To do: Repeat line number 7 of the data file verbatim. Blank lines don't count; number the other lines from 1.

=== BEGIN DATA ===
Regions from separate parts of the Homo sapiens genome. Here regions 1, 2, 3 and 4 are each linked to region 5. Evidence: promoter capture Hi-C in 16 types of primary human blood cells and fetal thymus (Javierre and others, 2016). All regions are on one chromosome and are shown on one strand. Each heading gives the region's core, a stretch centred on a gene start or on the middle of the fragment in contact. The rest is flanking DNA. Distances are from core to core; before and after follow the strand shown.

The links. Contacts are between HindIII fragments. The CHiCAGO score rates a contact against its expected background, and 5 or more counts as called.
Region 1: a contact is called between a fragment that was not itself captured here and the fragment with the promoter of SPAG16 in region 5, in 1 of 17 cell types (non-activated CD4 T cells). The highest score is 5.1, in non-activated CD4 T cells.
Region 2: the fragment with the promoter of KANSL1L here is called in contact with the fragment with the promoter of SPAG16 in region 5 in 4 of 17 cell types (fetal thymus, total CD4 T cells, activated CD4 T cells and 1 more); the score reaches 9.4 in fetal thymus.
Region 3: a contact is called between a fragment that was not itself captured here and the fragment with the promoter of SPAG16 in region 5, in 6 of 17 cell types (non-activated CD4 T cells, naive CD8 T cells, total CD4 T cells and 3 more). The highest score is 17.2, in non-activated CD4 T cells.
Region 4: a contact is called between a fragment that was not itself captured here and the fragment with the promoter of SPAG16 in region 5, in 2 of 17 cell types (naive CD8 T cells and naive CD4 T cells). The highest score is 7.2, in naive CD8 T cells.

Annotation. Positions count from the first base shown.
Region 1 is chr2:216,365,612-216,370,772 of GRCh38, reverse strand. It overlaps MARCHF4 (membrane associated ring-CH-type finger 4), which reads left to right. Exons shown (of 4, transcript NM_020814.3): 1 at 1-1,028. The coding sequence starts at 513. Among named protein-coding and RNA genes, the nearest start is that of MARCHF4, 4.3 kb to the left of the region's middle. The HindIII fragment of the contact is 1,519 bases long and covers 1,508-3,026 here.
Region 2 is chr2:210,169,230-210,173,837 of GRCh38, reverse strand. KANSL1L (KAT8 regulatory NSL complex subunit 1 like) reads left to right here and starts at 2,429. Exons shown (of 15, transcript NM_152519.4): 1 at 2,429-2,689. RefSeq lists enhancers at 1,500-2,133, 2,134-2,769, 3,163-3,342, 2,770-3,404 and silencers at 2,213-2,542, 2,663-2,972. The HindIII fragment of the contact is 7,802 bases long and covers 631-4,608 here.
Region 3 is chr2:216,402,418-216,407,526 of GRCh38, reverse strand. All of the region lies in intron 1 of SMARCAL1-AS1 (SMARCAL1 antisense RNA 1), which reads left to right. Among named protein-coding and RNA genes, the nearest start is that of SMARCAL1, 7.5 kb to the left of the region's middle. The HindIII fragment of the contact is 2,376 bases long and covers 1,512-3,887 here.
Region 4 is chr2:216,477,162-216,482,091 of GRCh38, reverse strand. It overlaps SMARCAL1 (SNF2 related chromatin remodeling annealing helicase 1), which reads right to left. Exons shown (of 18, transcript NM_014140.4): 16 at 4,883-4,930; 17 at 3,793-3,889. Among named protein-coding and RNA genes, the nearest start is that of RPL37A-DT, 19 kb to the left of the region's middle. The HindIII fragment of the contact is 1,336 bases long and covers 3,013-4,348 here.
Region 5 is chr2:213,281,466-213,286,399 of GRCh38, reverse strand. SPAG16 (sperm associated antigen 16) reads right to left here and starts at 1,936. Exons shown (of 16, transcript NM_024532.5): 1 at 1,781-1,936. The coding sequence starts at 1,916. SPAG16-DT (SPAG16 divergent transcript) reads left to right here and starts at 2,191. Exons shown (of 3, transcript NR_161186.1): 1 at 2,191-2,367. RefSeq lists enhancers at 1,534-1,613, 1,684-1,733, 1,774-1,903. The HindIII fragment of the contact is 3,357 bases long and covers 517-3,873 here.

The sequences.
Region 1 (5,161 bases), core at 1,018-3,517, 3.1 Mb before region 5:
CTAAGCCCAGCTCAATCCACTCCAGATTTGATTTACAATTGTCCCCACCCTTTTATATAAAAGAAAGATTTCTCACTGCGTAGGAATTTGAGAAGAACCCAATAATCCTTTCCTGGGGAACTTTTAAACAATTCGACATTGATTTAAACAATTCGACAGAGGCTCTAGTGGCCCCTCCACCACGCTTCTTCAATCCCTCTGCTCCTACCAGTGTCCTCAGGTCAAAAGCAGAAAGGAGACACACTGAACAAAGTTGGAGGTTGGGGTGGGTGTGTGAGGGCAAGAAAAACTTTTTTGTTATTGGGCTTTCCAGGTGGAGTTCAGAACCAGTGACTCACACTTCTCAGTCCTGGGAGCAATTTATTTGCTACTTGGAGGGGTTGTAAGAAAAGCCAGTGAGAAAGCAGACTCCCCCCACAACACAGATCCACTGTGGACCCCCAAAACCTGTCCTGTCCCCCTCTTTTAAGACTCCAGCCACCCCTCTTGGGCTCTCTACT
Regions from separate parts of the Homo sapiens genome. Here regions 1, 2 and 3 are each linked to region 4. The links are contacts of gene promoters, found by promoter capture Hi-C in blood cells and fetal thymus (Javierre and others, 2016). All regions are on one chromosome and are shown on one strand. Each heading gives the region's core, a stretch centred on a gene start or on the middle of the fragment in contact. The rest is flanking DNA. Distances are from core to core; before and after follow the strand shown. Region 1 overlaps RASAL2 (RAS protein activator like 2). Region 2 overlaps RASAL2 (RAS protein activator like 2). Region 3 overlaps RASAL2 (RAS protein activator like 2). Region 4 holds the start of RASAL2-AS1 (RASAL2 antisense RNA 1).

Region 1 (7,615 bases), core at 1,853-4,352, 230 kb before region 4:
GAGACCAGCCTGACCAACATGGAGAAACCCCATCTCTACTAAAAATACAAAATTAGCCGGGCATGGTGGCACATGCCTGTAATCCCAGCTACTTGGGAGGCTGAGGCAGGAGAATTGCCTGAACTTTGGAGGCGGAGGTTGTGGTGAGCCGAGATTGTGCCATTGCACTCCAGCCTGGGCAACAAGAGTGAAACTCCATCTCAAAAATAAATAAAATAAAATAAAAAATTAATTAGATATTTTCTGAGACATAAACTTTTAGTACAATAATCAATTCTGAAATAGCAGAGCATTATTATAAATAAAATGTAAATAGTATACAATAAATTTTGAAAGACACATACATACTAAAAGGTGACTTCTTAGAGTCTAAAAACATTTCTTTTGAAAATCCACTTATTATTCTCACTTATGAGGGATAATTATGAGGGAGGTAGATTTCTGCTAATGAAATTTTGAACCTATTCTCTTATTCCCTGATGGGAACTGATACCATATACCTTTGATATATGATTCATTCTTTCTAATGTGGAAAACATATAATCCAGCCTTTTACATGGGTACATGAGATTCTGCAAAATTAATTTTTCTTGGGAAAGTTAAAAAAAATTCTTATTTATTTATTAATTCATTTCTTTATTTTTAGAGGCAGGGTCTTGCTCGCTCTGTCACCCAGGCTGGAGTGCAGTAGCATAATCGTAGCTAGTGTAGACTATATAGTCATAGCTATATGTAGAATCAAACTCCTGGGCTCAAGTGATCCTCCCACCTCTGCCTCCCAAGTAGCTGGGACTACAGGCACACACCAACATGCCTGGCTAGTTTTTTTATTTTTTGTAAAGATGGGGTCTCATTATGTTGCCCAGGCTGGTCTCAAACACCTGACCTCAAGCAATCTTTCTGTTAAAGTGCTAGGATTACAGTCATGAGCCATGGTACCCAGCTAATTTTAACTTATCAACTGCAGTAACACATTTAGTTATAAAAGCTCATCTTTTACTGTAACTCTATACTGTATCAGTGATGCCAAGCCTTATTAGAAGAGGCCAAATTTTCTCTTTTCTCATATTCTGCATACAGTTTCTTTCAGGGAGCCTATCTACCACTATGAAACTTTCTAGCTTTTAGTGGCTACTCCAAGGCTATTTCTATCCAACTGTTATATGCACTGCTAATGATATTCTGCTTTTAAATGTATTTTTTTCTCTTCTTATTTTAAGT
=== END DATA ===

Annotation. Positions count from the first base shown.